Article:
Sauroplites

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Sauroplites
Temporal range: Early Cretaceous
Scientific classification
Kingdom: Animalia
Phylum: Chordata
Class: Sauropsida
Superorder: Dinosauria
Order: Ornithischia
Suborder: Thyreophora
Infraorder: Ankylosauria
Genus: Sauroplites
Bohlin, 1953
Species
  • S. scutiger Bohlin, 1953 (type)

Sauroplites (meaning "saurian hoplite") is a genus of herbivorous ankylosaurian dinosaur from the Early Cretaceous of China.

In 1930, the Swedish paleontologist Anders Birger Bohlin during the Swedish-Chinese expeditions of Sven Hedin discovered an ankylosaurian fossil near Tebch in Inner Mongolia.[1]

The type species Sauroplites scutiger was named and described by Bohlin in 1953. The generic name is derived from Greek sauros or saura, "lizard", and hoplites, "hoplite, armed foot soldier". The specific name is Neolatin for "shield bearer", in reference to the body armour.[1]

The specimens were not given an inventory number and are today lost, though some casts are present in the American Museum of Natural History as specimen AMNH 2074.[2] They were found in a layer of the Zhidan Group, probably dating from the Barremian to Aptian stages. The carcass had been deposited on its back and the bones had been eroded away, apart from some ribs and perhaps a piece of an ischium, leaving parts of the body armour in a largely articulated position.[1]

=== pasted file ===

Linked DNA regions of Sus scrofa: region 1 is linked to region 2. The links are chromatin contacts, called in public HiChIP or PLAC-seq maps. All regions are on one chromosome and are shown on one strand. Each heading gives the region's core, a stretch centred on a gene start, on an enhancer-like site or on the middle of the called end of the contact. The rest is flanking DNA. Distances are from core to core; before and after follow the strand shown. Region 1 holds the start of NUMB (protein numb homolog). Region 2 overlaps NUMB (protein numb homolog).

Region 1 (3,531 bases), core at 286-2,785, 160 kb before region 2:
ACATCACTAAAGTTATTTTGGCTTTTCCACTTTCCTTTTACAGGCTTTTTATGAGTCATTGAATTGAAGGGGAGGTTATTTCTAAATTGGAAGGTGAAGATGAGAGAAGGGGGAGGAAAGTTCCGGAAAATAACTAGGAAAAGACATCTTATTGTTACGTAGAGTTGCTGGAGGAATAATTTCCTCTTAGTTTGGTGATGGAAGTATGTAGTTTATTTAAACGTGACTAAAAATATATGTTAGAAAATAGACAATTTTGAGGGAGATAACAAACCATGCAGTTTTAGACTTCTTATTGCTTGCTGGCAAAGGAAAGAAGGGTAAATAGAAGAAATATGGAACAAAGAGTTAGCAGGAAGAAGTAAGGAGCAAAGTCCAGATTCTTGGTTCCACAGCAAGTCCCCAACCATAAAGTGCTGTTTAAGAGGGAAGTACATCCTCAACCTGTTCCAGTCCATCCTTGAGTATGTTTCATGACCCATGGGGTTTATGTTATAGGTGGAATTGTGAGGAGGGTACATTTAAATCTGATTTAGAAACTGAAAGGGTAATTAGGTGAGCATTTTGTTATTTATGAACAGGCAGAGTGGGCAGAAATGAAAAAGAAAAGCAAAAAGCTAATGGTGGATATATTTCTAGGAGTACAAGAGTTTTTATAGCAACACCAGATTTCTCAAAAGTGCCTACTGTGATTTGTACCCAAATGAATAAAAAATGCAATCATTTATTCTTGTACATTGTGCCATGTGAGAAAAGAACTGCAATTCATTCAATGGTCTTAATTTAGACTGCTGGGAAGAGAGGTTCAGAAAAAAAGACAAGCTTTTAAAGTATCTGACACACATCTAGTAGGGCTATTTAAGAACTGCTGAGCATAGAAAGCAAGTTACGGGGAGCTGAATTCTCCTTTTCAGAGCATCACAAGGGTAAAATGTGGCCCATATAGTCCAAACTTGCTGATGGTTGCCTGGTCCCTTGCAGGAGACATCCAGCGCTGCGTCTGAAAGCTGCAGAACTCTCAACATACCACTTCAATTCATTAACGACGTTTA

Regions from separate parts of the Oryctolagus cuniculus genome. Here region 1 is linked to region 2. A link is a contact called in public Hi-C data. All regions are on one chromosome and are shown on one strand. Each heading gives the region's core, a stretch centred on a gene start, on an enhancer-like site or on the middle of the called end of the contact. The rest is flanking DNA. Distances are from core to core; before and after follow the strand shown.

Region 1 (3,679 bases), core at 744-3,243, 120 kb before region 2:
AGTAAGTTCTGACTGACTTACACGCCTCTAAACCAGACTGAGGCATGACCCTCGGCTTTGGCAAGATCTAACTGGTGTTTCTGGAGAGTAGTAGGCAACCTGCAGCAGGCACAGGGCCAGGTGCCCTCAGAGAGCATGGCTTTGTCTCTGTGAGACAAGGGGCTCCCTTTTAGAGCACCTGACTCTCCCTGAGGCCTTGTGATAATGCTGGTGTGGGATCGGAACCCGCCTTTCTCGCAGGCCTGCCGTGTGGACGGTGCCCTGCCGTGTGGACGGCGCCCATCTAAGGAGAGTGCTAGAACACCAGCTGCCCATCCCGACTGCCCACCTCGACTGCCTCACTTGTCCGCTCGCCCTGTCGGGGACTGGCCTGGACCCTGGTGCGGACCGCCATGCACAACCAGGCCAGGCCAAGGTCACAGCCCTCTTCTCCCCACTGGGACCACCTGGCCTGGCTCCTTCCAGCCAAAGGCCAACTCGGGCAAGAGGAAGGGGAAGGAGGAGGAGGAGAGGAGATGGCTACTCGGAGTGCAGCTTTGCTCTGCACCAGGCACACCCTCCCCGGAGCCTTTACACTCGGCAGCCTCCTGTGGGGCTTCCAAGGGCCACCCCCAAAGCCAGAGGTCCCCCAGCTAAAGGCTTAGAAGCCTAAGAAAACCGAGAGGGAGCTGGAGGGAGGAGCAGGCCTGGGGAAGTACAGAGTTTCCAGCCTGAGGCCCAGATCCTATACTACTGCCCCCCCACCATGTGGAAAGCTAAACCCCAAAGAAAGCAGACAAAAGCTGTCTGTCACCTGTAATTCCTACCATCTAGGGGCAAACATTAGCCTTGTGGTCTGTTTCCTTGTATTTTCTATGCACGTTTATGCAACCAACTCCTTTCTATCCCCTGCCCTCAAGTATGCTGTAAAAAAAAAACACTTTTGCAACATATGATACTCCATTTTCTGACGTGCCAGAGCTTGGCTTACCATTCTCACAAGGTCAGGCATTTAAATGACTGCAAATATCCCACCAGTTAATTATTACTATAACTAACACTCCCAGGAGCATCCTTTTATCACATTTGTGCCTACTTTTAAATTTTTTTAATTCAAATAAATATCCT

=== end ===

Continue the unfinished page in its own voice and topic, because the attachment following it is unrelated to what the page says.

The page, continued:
At first generally accepted as valid, even though a diagnosis had originally not been provided,[2] Sauroplites was later often considered a nomen dubium because it is based on fragmentary material.[3] Some believed it might actually be a specimen of another ankylosaur, Shamosaurus. However, in 2014 Victoria Megan Arbour discovered a clear unique trait, autapomorphy: the sacral or pelvic shield shows rosettes with a large central osteoderm surrounded by a single ring of smaller scutes. Other species have multiple or irregular rings. She concluded that Sauroplites was a valid taxon.[2]

The large central osteoderms of the rosettes are rather flat and have a diameter of ten centimetres. More to the front oval osteoderms, with an asymmetric low keel, cover the back, with a length of up to forty centimetres. Thirty centimetre osteoderms cover the sides.[1]

Bohlin placed Sauroplites in the Ankylosauridae.[1] However, Arbour considered it possible that it was a member of the Nodosauridae in view of the possession of a sacral shield consisting of fused rosettes which is unknown with unequivocal ankylosaurids, even though nodosaurid remains from Asia are rare and contentious. In a cladistic analysis she performed, Sauroplites was recovered as a nodosaurid.[2]

See also[edit]

References[edit]

  1. ^ a b c d e B. Bohlin, 1953, Fossil reptiles from Mongolia and Kansu. Reports from the Scientific Expedition to the North-western Provinces of China under Leadership of Dr. Sven Hedin. VI. Vertebrate Palaeontology 6. The Sino-Swedish Expedition Publications 37, 113 pp
  2. ^ a b c d Arbour, Victoria Megan, 2014, Systematics, evolution, and biogeography of the ankylosaurid dinosaurs. Ph.D thesis, University of Alberta
  3. ^ Coombs, W.P., Jr. & T. Maryańska (1990), "Ankylosauria" in: D.B. Weishampel, P. Dodson, & H. Osmólka (eds), The Dinosauria. University of California Press, pp. 456-483

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